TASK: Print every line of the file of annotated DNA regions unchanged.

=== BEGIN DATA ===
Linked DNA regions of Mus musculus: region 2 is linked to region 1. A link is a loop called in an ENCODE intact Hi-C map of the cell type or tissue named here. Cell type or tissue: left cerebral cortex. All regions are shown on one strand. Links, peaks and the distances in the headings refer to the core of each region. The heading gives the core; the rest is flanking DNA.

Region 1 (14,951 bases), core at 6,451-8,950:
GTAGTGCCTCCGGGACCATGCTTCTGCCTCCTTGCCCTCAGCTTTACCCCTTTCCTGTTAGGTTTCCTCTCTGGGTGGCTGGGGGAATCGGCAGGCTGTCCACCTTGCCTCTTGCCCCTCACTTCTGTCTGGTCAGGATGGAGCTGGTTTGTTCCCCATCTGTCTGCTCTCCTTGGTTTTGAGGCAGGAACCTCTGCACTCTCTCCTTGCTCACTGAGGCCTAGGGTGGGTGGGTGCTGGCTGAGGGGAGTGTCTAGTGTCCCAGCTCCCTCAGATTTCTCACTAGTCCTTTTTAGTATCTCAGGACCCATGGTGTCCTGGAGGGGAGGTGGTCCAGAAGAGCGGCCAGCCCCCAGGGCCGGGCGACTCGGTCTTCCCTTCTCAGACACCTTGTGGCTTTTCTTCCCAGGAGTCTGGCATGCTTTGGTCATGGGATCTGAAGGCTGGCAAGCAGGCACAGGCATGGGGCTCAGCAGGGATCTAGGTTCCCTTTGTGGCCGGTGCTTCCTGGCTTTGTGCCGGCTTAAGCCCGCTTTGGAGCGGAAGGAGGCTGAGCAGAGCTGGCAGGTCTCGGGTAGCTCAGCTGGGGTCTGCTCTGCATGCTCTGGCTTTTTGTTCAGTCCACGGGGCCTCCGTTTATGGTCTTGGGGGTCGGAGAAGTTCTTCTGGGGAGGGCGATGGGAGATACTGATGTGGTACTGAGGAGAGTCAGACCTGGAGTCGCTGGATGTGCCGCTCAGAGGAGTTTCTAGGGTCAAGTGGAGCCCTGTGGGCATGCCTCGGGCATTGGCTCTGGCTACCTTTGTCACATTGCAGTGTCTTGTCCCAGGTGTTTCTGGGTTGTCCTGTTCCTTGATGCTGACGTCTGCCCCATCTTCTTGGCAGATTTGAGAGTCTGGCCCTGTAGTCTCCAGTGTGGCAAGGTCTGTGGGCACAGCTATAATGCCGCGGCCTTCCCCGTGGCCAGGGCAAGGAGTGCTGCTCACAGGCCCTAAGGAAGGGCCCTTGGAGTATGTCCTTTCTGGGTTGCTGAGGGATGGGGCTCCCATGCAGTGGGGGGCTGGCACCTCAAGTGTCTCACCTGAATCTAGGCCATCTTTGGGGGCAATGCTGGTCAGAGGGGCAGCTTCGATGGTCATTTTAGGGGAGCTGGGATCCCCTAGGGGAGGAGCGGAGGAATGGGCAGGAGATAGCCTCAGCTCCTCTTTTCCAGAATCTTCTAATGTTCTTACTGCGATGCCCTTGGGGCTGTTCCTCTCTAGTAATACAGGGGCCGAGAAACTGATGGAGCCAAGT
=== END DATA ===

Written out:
Linked DNA regions of Mus musculus: region 2 is linked to region 1. A link is a loop called in an ENCODE intact Hi-C map of the cell type or tissue named here. Cell type or tissue: left cerebral cortex. All regions are shown on one strand. Links, peaks and the distances in the headings refer to the core of each region. The heading gives the core; the rest is flanking DNA.

Region 1 (14,951 bases), core at 6,451-8,950:
GTAGTGCCTCCGGGACCATGCTTCTGCCTCCTTGCCCTCAGCTTTACCCCTTTCCTGTTAGGTTTCCTCTCTGGGTGGCTGGGGGAATCGGCAGGCTGTCCACCTTGCCTCTTGCCCCTCACTTCTGTCTGGTCAGGATGGAGCTGGTTTGTTCCCCATCTGTCTGCTCTCCTTGGTTTTGAGGCAGGAACCTCTGCACTCTCTCCTTGCTCACTGAGGCCTAGGGTGGGTGGGTGCTGGCTGAGGGGAGTGTCTAGTGTCCCAGCTCCCTCAGATTTCTCACTAGTCCTTTTTAGTATCTCAGGACCCATGGTGTCCTGGAGGGGAGGTGGTCCAGAAGAGCGGCCAGCCCCCAGGGCCGGGCGACTCGGTCTTCCCTTCTCAGACACCTTGTGGCTTTTCTTCCCAGGAGTCTGGCATGCTTTGGTCATGGGATCTGAAGGCTGGCAAGCAGGCACAGGCATGGGGCTCAGCAGGGATCTAGGTTCCCTTTGTGGCCGGTGCTTCCTGGCTTTGTGCCGGCTTAAGCCCGCTTTGGAGCGGAAGGAGGCTGAGCAGAGCTGGCAGGTCTCGGGTAGCTCAGCTGGGGTCTGCTCTGCATGCTCTGGCTTTTTGTTCAGTCCACGGGGCCTCCGTTTATGGTCTTGGGGGTCGGAGAAGTTCTTCTGGGGAGGGCGATGGGAGATACTGATGTGGTACTGAGGAGAGTCAGACCTGGAGTCGCTGGATGTGCCGCTCAGAGGAGTTTCTAGGGTCAAGTGGAGCCCTGTGGGCATGCCTCGGGCATTGGCTCTGGCTACCTTTGTCACATTGCAGTGTCTTGTCCCAGGTGTTTCTGGGTTGTCCTGTTCCTTGATGCTGACGTCTGCCCCATCTTCTTGGCAGATTTGAGAGTCTGGCCCTGTAGTCTCCAGTGTGGCAAGGTCTGTGGGCACAGCTATAATGCCGCGGCCTTCCCCGTGGCCAGGGCAAGGAGTGCTGCTCACAGGCCCTAAGGAAGGGCCCTTGGAGTATGTCCTTTCTGGGTTGCTGAGGGATGGGGCTCCCATGCAGTGGGGGGCTGGCACCTCAAGTGTCTCACCTGAATCTAGGCCATCTTTGGGGGCAATGCTGGTCAGAGGGGCAGCTTCGATGGTCATTTTAGGGGAGCTGGGATCCCCTAGGGGAGGAGCGGAGGAATGGGCAGGAGATAGCCTCAGCTCCTCTTTTCCAGAATCTTCTAATGTTCTTACTGCGATGCCCTTGGGGCTGTTCCTCTCTAGTAATACAGGGGCCGAGAAACTGATGGAGCCAAGT